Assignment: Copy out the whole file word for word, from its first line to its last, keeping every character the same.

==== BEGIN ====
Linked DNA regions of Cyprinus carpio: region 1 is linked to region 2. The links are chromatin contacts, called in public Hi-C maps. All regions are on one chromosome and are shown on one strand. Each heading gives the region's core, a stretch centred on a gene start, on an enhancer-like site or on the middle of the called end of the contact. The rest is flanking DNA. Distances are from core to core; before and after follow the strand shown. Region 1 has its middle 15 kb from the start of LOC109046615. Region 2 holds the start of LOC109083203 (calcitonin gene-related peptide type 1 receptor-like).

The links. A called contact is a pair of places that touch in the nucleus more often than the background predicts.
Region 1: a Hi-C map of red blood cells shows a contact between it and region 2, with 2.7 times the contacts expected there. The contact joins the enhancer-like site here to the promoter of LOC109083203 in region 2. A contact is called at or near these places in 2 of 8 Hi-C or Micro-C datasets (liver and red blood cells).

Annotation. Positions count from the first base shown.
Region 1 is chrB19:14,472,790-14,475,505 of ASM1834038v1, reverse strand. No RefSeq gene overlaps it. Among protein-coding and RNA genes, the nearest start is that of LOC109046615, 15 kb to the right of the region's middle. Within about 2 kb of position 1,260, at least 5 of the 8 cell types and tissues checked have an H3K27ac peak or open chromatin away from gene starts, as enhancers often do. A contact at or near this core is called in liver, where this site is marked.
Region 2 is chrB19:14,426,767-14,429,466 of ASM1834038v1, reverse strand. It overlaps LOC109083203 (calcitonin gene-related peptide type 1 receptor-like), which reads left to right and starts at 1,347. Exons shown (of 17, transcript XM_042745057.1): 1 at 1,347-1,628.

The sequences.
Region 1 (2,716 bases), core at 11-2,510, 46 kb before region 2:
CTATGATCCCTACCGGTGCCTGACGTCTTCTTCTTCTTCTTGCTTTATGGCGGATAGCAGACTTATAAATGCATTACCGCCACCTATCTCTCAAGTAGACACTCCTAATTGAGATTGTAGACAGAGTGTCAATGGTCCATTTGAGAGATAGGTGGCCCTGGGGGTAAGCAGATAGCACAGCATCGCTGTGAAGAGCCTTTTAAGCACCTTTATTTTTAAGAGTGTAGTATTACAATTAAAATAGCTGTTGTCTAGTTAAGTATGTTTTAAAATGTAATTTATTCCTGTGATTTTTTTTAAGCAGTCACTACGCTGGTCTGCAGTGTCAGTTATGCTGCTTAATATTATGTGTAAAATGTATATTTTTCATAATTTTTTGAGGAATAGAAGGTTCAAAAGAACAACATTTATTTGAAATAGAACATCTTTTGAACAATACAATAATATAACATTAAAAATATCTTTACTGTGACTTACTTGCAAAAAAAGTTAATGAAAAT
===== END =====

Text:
Linked DNA regions of Cyprinus carpio: region 1 is linked to region 2. The links are chromatin contacts, called in public Hi-C maps. All regions are on one chromosome and are shown on one strand. Each heading gives the region's core, a stretch centred on a gene start, on an enhancer-like site or on the middle of the called end of the contact. The rest is flanking DNA. Distances are from core to core; before and after follow the strand shown. Region 1 has its middle 15 kb from the start of LOC109046615. Region 2 holds the start of LOC109083203 (calcitonin gene-related peptide type 1 receptor-like).

The links. A called contact is a pair of places that touch in the nucleus more often than the background predicts.
Region 1: a Hi-C map of red blood cells shows a contact between it and region 2, with 2.7 times the contacts expected there. The contact joins the enhancer-like site here to the promoter of LOC109083203 in region 2. A contact is called at or near these places in 2 of 8 Hi-C or Micro-C datasets (liver and red blood cells).

Annotation. Positions count from the first base shown.
Region 1 is chrB19:14,472,790-14,475,505 of ASM1834038v1, reverse strand. No RefSeq gene overlaps it. Among protein-coding and RNA genes, the nearest start is that of LOC109046615, 15 kb to the right of the region's middle. Within about 2 kb of position 1,260, at least 5 of the 8 cell types and tissues checked have an H3K27ac peak or open chromatin away from gene starts, as enhancers often do. A contact at or near this core is called in liver, where this site is marked.
Region 2 is chrB19:14,426,767-14,429,466 of ASM1834038v1, reverse strand. It overlaps LOC109083203 (calcitonin gene-related peptide type 1 receptor-like), which reads left to right and starts at 1,347. Exons shown (of 17, transcript XM_042745057.1): 1 at 1,347-1,628.

The sequences.
Region 1 (2,716 bases), core at 11-2,510, 46 kb before region 2:
CTATGATCCCTACCGGTGCCTGACGTCTTCTTCTTCTTCTTGCTTTATGGCGGATAGCAGACTTATAAATGCATTACCGCCACCTATCTCTCAAGTAGACACTCCTAATTGAGATTGTAGACAGAGTGTCAATGGTCCATTTGAGAGATAGGTGGCCCTGGGGGTAAGCAGATAGCACAGCATCGCTGTGAAGAGCCTTTTAAGCACCTTTATTTTTAAGAGTGTAGTATTACAATTAAAATAGCTGTTGTCTAGTTAAGTATGTTTTAAAATGTAATTTATTCCTGTGATTTTTTTTAAGCAGTCACTACGCTGGTCTGCAGTGTCAGTTATGCTGCTTAATATTATGTGTAAAATGTATATTTTTCATAATTTTTTGAGGAATAGAAGGTTCAAAAGAACAACATTTATTTGAAATAGAACATCTTTTGAACAATACAATAATATAACATTAAAAATATCTTTACTGTGACTTACTTGCAAAAAAAGTTAATGAAAAT